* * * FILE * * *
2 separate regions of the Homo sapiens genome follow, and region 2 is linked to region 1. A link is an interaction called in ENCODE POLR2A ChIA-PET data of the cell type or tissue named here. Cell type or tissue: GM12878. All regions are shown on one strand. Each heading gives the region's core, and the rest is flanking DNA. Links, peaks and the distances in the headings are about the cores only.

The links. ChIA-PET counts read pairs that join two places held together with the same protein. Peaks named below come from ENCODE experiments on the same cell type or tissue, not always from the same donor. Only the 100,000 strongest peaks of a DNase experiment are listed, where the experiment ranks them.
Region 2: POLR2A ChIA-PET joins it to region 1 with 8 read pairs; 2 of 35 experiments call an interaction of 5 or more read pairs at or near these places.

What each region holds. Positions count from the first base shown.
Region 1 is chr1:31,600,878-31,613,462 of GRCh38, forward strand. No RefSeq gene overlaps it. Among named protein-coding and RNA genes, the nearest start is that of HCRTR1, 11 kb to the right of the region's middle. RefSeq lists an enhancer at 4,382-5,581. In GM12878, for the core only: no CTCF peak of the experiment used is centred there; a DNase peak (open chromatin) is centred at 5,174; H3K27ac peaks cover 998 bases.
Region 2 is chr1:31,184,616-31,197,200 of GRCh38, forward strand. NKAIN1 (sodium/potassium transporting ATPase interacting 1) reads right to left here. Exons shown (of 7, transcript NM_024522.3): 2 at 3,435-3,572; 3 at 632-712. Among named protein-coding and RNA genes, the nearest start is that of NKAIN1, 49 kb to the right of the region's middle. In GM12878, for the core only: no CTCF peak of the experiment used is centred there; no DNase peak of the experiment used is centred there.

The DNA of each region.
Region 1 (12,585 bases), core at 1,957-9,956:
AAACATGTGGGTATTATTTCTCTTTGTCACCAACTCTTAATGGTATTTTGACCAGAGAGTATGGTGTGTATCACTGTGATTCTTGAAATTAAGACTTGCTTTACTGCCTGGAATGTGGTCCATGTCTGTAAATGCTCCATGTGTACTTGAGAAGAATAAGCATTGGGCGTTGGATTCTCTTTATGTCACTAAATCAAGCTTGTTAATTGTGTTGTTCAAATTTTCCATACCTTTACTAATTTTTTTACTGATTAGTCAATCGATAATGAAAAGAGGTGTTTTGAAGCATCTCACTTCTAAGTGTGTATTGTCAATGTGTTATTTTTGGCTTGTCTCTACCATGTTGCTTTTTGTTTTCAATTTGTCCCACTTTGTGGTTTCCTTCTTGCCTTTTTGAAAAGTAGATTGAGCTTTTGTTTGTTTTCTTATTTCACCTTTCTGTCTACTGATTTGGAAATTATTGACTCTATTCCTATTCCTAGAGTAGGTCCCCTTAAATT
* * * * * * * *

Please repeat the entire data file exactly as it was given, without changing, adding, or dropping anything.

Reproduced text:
2 separate regions of the Homo sapiens genome follow, and region 2 is linked to region 1. A link is an interaction called in ENCODE POLR2A ChIA-PET data of the cell type or tissue named here. Cell type or tissue: GM12878. All regions are shown on one strand. Each heading gives the region's core, and the rest is flanking DNA. Links, peaks and the distances in the headings are about the cores only.

The links. ChIA-PET counts read pairs that join two places held together with the same protein. Peaks named below come from ENCODE experiments on the same cell type or tissue, not always from the same donor. Only the 100,000 strongest peaks of a DNase experiment are listed, where the experiment ranks them.
Region 2: POLR2A ChIA-PET joins it to region 1 with 8 read pairs; 2 of 35 experiments call an interaction of 5 or more read pairs at or near these places.

What each region holds. Positions count from the first base shown.
Region 1 is chr1:31,600,878-31,613,462 of GRCh38, forward strand. No RefSeq gene overlaps it. Among named protein-coding and RNA genes, the nearest start is that of HCRTR1, 11 kb to the right of the region's middle. RefSeq lists an enhancer at 4,382-5,581. In GM12878, for the core only: no CTCF peak of the experiment used is centred there; a DNase peak (open chromatin) is centred at 5,174; H3K27ac peaks cover 998 bases.
Region 2 is chr1:31,184,616-31,197,200 of GRCh38, forward strand. NKAIN1 (sodium/potassium transporting ATPase interacting 1) reads right to left here. Exons shown (of 7, transcript NM_024522.3): 2 at 3,435-3,572; 3 at 632-712. Among named protein-coding and RNA genes, the nearest start is that of NKAIN1, 49 kb to the right of the region's middle. In GM12878, for the core only: no CTCF peak of the experiment used is centred there; no DNase peak of the experiment used is centred there.

The DNA of each region.
Region 1 (12,585 bases), core at 1,957-9,956:
AAACATGTGGGTATTATTTCTCTTTGTCACCAACTCTTAATGGTATTTTGACCAGAGAGTATGGTGTGTATCACTGTGATTCTTGAAATTAAGACTTGCTTTACTGCCTGGAATGTGGTCCATGTCTGTAAATGCTCCATGTGTACTTGAGAAGAATAAGCATTGGGCGTTGGATTCTCTTTATGTCACTAAATCAAGCTTGTTAATTGTGTTGTTCAAATTTTCCATACCTTTACTAATTTTTTTACTGATTAGTCAATCGATAATGAAAAGAGGTGTTTTGAAGCATCTCACTTCTAAGTGTGTATTGTCAATGTGTTATTTTTGGCTTGTCTCTACCATGTTGCTTTTTGTTTTCAATTTGTCCCACTTTGTGGTTTCCTTCTTGCCTTTTTGAAAAGTAGATTGAGCTTTTGTTTGTTTTCTTATTTCACCTTTCTGTCTACTGATTTGGAAATTATTGACTCTATTCCTATTCCTAGAGTAGGTCCCCTTAAATT